Quick Update: All videos, including this talk, are now available.

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Ganz Gallien?

“Nein! Ein von unbeugsamen Galliern bevölkertes Dorf hört nicht auf, dem Eindringling Widerstand zu leisten.”

This is a famous quote pretty much every German kid used to know. Not sure if this still applies though, my three haven’t touched Asterix comics so far. Anyhow, you might ask why I cite this.

Simple answer: see this recent article from the Guardian on a Utah-based ISP “resisting some pressure”. That’s the spirit…

Have a great Sunday everybody,


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Events, Misc

“What’s so special about Troopers?”

This week I stayed some days in Zurich, to give a workshop and to meet both clients and fellow researchers (kudos again to C. for the awesome office tour @Google). In the course of one of those dinners somehow Troopers was mentioned and a guy asked: “I’ve heard of the conference. What’s so special about it?”

Funnily enough I didn’t even have to respond myself as a 2011 attendee coincidentally present at the table jumped in and started praising the event (“best con ever. great spirit, great talks”). Obviously this gave me a big grin… but it reminded as well me that some of you might ask themselves the very same question.

In my opening remarks of the 2011 edition I tried to describe the Troopers approach and spirit. You can find it here. As for the speakers’ perspective I’d like to point you to this blogpost that Chema (Alonso) wrote before the 2010 edition. It pretty much summarizes how we take care of “our rock stars”…

Btw: the CfP will be open in some days. As in the previous years, there are only few slots left (as most are already assigned to hand-selected speakers).

See you there in 2012, have a great weekend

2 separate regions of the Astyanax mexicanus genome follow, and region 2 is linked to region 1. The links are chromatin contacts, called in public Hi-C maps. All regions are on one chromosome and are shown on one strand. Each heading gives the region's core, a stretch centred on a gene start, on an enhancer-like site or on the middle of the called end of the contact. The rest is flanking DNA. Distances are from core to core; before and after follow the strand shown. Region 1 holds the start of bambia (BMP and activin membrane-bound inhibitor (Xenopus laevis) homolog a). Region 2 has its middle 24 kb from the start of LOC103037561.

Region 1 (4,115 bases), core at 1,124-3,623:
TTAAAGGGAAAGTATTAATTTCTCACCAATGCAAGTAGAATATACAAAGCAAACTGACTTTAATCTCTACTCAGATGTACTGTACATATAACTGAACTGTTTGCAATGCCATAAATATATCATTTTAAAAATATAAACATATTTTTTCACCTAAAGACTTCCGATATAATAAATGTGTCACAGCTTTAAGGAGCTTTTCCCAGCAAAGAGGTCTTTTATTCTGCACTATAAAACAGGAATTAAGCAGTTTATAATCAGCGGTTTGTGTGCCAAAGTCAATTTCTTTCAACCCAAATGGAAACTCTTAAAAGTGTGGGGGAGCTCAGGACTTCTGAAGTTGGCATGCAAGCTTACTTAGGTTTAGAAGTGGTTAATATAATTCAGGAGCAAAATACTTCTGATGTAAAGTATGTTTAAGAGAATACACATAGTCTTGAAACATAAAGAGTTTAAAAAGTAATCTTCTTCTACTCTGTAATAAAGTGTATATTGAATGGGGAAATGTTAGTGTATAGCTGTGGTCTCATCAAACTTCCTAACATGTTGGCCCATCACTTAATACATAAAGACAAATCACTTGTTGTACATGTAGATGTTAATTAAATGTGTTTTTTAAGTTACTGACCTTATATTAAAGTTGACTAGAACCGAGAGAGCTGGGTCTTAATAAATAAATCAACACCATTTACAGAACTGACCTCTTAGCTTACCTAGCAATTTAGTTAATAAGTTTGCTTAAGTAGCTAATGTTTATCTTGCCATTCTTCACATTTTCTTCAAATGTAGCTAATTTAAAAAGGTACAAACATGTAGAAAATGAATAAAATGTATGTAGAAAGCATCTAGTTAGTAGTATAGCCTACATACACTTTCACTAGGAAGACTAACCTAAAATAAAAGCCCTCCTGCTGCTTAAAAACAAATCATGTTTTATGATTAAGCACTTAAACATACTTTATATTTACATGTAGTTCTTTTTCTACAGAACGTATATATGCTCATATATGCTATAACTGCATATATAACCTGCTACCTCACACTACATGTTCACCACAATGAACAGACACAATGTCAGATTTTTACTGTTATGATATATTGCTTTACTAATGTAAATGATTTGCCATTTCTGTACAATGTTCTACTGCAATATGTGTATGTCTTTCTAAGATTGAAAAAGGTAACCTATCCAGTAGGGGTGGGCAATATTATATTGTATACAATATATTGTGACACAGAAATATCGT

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Today I feel like Stansfield

… the corrupt DEA agent in Luc Besson’s great movie “Léon (The Professional)”. I’m sure quite some of you, dear readers, know the plot…
Just before the final shootout, when sending the first men of the NYPD ESU team into Léon’s apartment, he tells them to “Be careful!”. After learning those men got killed he just comments: “I told you”.
[btw: before yelling to bring “EEEEEEEVERYONE!!!!”, as those familiar with the piece will certainly remember ;-)].

I’m fully aware that I risk playing “the arrogant scumbag card” today and that it’s generally not very nice to refer to one’s own earlier statements with an “I told you” attitude (especially if harm was caused to some party), but this is exactly how I feel when reading these news. And – pls believe me – it’s an expression of utmost despair.

How often do organizations have to be told that running Adobe Flash might not be the greatest idea in the world, security-wise? How many statistics like this one (see section “Vulnerabilities” in the bottom part of it) have to see the light of the world until people realize that (quoting from this blogpost) “running Flash on corporate desktops is simply asking for trouble. Asking for trouble loudly. Very loudly.”?

When we wrote this document on configuring IE8 securely we pointed out that using Adobe Flash required a risk acceptance, from our perspective. Man, how I was attacked! for this very statement afterwards in the customer environment that document was initially developed for. I’ve since mentioned Flash in this blog here, here and here.
Furthermore we’ll include a talk on Flash in next year’s Troopers line-up, I promise. And be it only to avoid this post sounding like a crusade of a bitter old man… (yes, this was a wordplay referring to some character from the movie ;-).

yours sincerely